by Gerry Roe
Don’t be put off by the title—it’s just one of the jokes Sue Mengers shares with the audience (consisting of people clustered around her living room). The subtitle of the play is “A Chat with Sue Mengers” which is really a chat by Sue Mengers. The woman likes to talk, even to us, so she delivers a ninety-minute monologue telling us about her life and her career as the first woman to become a power agent in Hollywood.
Sue Mengers cannot be played by just anyone. The Old Creamery production stars Marquetta Senters, an Old Creamery favorite, in a part played on Broadway by Bette Midler; those of us who missed that performance will find Marquetta Senters a more than satisfactory successor to the divine Miss M. In fact, although I’m a fan of Bette Midler, I can’t imagine a more impressive Sue Mengers than Senters. As she always does, Senters uses her formidable talent to give us an indelible portrait of the character, warts and all.
Now Sue Mengers is not exactly a household name in Iowa, so it might be appropriate to provide a bit of background information. She was born in Germany before Hitler’s attempt to conquer the world was fully developed. Her parents wisely emigrated to America, settling in Utica, New York. Her father found work as a traveling salesman for a couple of years, until he committed suicide, and Sue and her mother moved to New York City where Sue learned English from the movies. Eventually, she decided she had to become an actress but when that dream proved unreachable she found another entry into show business. She found work as a receptionist at the William Morris agency and eventually became a full-fledged agent at another talent agency. Her first client was Julie Harris. After Mengers moved to Los Angeles her clients included some of Hollywood’s brightest stars including Candice Bergen, Peter Bogdanovich, Michael Caine, Faye Dunaway, Gene Hackman, Mike Nichols, Ryan and Tatum O’Neal, Burt Reynolds, Cybill Shepherd, and Barbra Streisand. Through persistence and sheer will, Mengers became one of Hollywood’s most successful and powerful agents.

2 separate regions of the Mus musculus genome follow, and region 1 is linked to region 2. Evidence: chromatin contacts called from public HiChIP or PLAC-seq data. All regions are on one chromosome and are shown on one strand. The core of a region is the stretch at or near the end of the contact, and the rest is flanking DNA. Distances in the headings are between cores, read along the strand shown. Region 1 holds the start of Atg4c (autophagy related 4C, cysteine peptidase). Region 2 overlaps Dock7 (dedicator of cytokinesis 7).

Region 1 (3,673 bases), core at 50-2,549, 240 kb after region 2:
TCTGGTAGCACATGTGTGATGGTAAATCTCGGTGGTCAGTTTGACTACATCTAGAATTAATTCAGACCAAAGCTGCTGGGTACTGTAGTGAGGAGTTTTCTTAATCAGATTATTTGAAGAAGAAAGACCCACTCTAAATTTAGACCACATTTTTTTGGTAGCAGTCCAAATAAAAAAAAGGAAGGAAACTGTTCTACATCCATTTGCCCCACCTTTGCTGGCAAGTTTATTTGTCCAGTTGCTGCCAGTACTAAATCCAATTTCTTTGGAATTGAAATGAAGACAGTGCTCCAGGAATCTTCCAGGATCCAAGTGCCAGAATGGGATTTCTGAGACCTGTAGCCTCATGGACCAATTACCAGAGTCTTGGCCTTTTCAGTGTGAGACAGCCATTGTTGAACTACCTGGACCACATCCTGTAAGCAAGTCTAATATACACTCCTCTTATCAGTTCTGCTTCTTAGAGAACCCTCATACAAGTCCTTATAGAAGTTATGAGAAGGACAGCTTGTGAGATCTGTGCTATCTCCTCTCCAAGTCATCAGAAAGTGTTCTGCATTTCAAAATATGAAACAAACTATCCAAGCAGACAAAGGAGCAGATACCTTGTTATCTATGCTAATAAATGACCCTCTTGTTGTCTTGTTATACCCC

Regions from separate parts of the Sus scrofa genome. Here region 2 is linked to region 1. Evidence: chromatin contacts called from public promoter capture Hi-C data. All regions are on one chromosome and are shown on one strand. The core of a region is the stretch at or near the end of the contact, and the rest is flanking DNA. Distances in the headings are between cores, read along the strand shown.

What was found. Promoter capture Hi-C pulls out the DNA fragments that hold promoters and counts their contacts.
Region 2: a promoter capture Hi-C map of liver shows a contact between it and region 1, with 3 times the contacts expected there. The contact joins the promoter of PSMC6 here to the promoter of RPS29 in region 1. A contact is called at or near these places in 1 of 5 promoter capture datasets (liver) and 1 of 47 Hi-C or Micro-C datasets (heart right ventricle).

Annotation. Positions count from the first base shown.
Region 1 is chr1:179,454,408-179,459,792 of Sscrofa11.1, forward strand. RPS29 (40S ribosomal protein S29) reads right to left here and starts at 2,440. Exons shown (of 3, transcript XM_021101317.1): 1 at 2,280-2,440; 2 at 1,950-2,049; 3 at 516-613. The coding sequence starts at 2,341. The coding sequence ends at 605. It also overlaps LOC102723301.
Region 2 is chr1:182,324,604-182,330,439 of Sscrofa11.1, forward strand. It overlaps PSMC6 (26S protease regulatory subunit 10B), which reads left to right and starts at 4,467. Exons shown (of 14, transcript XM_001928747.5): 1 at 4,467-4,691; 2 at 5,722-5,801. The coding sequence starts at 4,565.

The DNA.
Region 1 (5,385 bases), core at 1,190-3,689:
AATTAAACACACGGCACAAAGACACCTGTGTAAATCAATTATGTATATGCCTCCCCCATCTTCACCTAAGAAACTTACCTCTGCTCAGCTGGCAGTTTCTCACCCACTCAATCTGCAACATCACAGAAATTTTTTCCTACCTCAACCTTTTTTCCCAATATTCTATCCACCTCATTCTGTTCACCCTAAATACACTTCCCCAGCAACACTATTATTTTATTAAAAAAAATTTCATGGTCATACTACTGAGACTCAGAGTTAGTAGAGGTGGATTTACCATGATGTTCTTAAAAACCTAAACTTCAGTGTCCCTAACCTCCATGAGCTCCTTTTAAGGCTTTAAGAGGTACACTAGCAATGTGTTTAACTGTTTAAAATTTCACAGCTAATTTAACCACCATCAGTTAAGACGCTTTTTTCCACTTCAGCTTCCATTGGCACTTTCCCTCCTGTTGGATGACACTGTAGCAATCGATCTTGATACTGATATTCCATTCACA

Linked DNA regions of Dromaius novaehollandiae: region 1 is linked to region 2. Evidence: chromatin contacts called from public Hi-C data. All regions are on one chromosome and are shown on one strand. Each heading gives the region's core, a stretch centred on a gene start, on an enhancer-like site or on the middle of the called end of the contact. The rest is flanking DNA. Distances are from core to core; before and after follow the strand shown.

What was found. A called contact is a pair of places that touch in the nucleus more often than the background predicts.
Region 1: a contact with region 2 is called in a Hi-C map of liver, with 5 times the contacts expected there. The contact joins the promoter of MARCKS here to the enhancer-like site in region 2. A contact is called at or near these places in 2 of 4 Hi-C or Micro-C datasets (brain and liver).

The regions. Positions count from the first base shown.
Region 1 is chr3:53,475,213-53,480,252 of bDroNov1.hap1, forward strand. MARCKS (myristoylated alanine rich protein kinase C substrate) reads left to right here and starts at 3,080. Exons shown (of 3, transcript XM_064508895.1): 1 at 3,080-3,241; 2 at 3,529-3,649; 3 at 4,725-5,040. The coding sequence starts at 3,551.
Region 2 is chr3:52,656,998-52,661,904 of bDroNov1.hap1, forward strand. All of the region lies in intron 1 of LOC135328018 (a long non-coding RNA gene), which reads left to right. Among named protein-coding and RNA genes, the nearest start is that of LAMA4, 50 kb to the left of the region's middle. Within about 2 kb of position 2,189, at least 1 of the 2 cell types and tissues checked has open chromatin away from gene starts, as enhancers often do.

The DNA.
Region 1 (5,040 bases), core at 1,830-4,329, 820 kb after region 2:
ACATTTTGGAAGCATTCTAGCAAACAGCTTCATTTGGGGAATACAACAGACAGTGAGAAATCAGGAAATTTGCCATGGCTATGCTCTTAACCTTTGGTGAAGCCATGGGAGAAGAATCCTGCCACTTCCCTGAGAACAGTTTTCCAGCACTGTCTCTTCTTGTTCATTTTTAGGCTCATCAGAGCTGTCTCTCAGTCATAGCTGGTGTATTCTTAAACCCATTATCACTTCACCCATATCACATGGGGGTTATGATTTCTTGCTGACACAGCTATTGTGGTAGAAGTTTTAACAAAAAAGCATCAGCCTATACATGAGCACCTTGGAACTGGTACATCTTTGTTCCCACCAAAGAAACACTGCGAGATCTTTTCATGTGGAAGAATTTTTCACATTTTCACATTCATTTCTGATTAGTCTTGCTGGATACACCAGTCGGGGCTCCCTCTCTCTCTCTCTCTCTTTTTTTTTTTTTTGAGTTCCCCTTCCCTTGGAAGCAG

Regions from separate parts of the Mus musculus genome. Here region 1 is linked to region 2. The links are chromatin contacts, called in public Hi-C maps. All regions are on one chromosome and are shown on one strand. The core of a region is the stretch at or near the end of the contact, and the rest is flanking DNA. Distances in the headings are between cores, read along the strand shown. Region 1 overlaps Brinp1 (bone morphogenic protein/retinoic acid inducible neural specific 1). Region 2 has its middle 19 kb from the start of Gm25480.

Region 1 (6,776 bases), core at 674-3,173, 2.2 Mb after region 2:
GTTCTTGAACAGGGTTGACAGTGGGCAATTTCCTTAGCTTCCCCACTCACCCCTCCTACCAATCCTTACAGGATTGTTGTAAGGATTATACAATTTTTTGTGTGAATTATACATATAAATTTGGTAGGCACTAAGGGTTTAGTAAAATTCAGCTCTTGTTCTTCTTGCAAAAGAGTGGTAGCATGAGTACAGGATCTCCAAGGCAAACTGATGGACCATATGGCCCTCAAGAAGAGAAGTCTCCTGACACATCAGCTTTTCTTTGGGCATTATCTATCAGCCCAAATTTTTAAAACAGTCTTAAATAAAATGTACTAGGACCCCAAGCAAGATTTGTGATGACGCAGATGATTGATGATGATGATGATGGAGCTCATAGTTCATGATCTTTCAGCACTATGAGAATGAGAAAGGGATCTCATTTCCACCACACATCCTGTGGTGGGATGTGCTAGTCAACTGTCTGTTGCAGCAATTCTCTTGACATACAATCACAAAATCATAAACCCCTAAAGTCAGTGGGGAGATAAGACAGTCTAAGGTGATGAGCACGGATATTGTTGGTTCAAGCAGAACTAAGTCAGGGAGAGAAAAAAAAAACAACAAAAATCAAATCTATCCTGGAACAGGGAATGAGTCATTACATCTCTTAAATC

I guarantee you that Senters as Sue Mengers describes her background and her career with far more excitement and entertainment than the paragraph above. She doesn’t just enumerate her famous clients, she also dishes gossip about them and about many other Hollywood names. All without ever leaving her couch. If that sounds like a pretty static play, you really need to see what Senters does with it. Senters and her director, David Q. Combs, create as lively a theatre experience as you can expect or even hope for. This production is a delight.
One caution: the play contains “adult language,” whatever that means, but profanity and obscenities are a part of the script. If language offends you, then this play is not for you (and obviously it is not a play for children), but if you appreciate acting at its best, go see Marquetta Senters in this play. Her performance will stay with you for a very long time.
I’ll Eat You Last runs through July 17 at Old Creamery Theatre’s Studio Stage.